BY the way- how many people who are on the spectrum do you think you just offended and made them feel less of themselves while they sit quietly in the shadows, Are you proud?

    1. Got goosebumps reading this and it brought a tear o my eye and made me so mad again! Here I am trying to calm down to go to sleep! Thank you and please post your letter you will use on my facebook page in case others want to use it! I want to make it as easy as possible to get people to email this guy!

  4. Interesting that he found the voice “grating”. I’m a mother of three, one of whom is almost seven years old, and HE has a grating voice (professorial and prigish interspersed with odd sound effects and howler-monkey like screeches). He is “normal” for his age, from what I have seen of his schoolmates. My 5yo daughter whines when she’s tired, or hungry, or bored, or feeling unappreciated. My 2yo is developing both of their vocal habits, plus a few wildcard bonuses (yay). This Germain character apparently does not spend time with ANY children, because they all seem to have some vocal habit/idiosyncrasy that, after two hours, has become grating. Just wish that people would stop acting as though every quirk or symptom of a diagnosed disease/disability is unpleasant, merely because it comes along with the diagnosis.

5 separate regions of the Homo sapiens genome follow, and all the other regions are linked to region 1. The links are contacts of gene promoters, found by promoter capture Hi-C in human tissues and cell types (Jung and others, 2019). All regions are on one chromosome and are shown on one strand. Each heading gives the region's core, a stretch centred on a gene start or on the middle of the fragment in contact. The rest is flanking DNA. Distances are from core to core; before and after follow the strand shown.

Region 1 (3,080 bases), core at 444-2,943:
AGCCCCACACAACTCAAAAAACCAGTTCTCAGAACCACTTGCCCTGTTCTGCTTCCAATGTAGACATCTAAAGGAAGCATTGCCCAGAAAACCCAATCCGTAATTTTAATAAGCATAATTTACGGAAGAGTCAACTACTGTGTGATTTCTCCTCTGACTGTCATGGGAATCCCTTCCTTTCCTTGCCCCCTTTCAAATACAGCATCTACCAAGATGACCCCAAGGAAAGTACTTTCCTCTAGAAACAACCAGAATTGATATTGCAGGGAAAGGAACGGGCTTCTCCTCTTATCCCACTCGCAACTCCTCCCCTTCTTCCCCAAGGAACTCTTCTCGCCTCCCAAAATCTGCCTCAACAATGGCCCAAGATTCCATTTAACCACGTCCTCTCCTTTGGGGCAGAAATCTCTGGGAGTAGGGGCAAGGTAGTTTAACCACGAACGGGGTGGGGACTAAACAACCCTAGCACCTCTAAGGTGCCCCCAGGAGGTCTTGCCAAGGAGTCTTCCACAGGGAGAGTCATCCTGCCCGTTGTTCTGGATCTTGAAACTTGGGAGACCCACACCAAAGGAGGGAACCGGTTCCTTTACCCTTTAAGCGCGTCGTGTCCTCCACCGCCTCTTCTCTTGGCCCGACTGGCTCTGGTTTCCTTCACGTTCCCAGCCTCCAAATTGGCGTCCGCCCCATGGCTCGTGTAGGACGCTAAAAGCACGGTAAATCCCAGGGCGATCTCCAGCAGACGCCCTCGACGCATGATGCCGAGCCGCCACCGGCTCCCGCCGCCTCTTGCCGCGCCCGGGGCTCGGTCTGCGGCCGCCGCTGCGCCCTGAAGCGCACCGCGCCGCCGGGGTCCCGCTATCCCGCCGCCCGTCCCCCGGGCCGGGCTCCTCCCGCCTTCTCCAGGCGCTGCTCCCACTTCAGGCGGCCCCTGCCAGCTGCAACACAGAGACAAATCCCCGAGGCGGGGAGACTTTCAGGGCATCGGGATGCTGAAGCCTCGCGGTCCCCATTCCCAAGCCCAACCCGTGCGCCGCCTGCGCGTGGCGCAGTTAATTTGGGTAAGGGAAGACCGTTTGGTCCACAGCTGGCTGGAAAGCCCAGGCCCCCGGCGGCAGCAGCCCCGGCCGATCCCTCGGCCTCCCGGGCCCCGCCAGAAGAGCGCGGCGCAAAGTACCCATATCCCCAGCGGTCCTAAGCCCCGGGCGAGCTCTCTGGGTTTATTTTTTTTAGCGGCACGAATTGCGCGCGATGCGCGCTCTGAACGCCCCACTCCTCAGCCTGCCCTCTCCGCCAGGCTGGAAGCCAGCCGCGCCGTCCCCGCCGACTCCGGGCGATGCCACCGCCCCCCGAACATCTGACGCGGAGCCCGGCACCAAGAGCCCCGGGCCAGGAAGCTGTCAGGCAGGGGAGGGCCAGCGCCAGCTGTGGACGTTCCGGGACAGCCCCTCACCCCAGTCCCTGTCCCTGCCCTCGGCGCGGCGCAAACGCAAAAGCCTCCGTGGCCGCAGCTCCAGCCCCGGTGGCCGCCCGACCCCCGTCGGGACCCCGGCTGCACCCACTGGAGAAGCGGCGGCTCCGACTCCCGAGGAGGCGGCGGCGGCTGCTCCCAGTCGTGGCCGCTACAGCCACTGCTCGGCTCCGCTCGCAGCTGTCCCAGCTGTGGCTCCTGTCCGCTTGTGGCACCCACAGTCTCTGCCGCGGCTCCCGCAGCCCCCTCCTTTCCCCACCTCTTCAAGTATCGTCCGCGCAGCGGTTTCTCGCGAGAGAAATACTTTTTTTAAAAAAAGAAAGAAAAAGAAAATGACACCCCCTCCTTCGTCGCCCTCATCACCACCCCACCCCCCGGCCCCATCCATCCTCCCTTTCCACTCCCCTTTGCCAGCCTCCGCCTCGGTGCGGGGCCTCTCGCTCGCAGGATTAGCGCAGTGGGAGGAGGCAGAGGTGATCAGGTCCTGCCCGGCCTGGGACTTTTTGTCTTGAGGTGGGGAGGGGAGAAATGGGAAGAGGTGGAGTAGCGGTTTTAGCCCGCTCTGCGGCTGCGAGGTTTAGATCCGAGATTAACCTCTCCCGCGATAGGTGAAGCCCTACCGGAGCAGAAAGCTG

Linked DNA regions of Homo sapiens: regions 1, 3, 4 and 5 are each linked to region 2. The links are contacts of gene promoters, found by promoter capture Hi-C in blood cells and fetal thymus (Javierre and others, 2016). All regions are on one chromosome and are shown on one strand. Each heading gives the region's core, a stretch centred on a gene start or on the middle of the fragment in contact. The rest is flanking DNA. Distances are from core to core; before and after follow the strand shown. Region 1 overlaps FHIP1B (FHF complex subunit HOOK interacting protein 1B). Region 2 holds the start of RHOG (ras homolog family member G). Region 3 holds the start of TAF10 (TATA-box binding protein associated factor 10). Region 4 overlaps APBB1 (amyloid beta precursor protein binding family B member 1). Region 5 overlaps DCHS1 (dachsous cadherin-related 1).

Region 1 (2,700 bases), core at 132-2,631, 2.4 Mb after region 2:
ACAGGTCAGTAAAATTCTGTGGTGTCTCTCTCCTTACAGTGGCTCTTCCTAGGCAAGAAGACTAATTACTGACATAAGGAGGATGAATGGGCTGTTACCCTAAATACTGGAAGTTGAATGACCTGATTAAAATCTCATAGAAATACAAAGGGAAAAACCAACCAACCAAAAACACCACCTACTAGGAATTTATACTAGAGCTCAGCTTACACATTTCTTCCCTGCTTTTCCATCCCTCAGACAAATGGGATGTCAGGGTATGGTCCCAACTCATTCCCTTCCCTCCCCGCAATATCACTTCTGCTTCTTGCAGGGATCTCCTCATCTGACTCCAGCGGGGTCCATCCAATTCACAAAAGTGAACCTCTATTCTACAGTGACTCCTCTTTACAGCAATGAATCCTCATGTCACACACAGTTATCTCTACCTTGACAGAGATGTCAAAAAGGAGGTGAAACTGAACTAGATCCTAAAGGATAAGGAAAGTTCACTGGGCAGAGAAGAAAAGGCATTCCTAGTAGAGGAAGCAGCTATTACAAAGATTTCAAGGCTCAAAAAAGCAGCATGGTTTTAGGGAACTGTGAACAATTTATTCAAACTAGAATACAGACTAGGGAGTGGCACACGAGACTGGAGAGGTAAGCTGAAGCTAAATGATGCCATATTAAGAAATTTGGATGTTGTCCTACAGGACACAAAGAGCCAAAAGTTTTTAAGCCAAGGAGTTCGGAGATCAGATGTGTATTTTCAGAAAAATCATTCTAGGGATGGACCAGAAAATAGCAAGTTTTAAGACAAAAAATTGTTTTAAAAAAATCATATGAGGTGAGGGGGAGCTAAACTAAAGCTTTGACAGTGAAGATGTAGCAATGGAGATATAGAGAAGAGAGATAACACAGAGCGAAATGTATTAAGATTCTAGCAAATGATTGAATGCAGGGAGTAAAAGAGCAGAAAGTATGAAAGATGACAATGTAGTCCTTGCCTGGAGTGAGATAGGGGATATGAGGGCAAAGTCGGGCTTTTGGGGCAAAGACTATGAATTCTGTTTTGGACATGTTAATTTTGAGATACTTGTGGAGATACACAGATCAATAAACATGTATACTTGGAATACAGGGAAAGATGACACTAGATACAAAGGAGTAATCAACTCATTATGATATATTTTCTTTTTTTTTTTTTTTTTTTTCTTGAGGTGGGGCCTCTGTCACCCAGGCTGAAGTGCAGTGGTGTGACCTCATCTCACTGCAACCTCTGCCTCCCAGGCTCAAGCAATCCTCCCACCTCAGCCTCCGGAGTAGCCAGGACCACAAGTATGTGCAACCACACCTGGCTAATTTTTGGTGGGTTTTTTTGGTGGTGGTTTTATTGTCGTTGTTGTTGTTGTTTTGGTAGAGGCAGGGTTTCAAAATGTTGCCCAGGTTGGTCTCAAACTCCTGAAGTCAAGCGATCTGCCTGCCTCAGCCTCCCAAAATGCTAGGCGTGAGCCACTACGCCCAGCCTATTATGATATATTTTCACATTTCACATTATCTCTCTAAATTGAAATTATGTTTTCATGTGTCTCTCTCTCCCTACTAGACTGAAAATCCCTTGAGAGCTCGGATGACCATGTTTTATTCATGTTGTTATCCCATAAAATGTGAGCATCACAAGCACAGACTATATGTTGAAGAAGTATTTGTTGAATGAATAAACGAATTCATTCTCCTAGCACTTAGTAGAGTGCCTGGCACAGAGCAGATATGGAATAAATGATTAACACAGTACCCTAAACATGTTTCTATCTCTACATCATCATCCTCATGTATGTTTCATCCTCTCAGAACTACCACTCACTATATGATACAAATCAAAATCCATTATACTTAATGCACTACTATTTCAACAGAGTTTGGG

5. I am going to post about this today. I had read this interview the other day and was outraged, but really had not heard the boy’s voice very well until you posted this link. I don’t find this boy’s voice grating at all and it seems that maybe what this reporter needs is to spend the day with children who are autistic or have Asperger’s. Awareness is the only way people like this are going to change the way they feel…until then there words are just ignorant!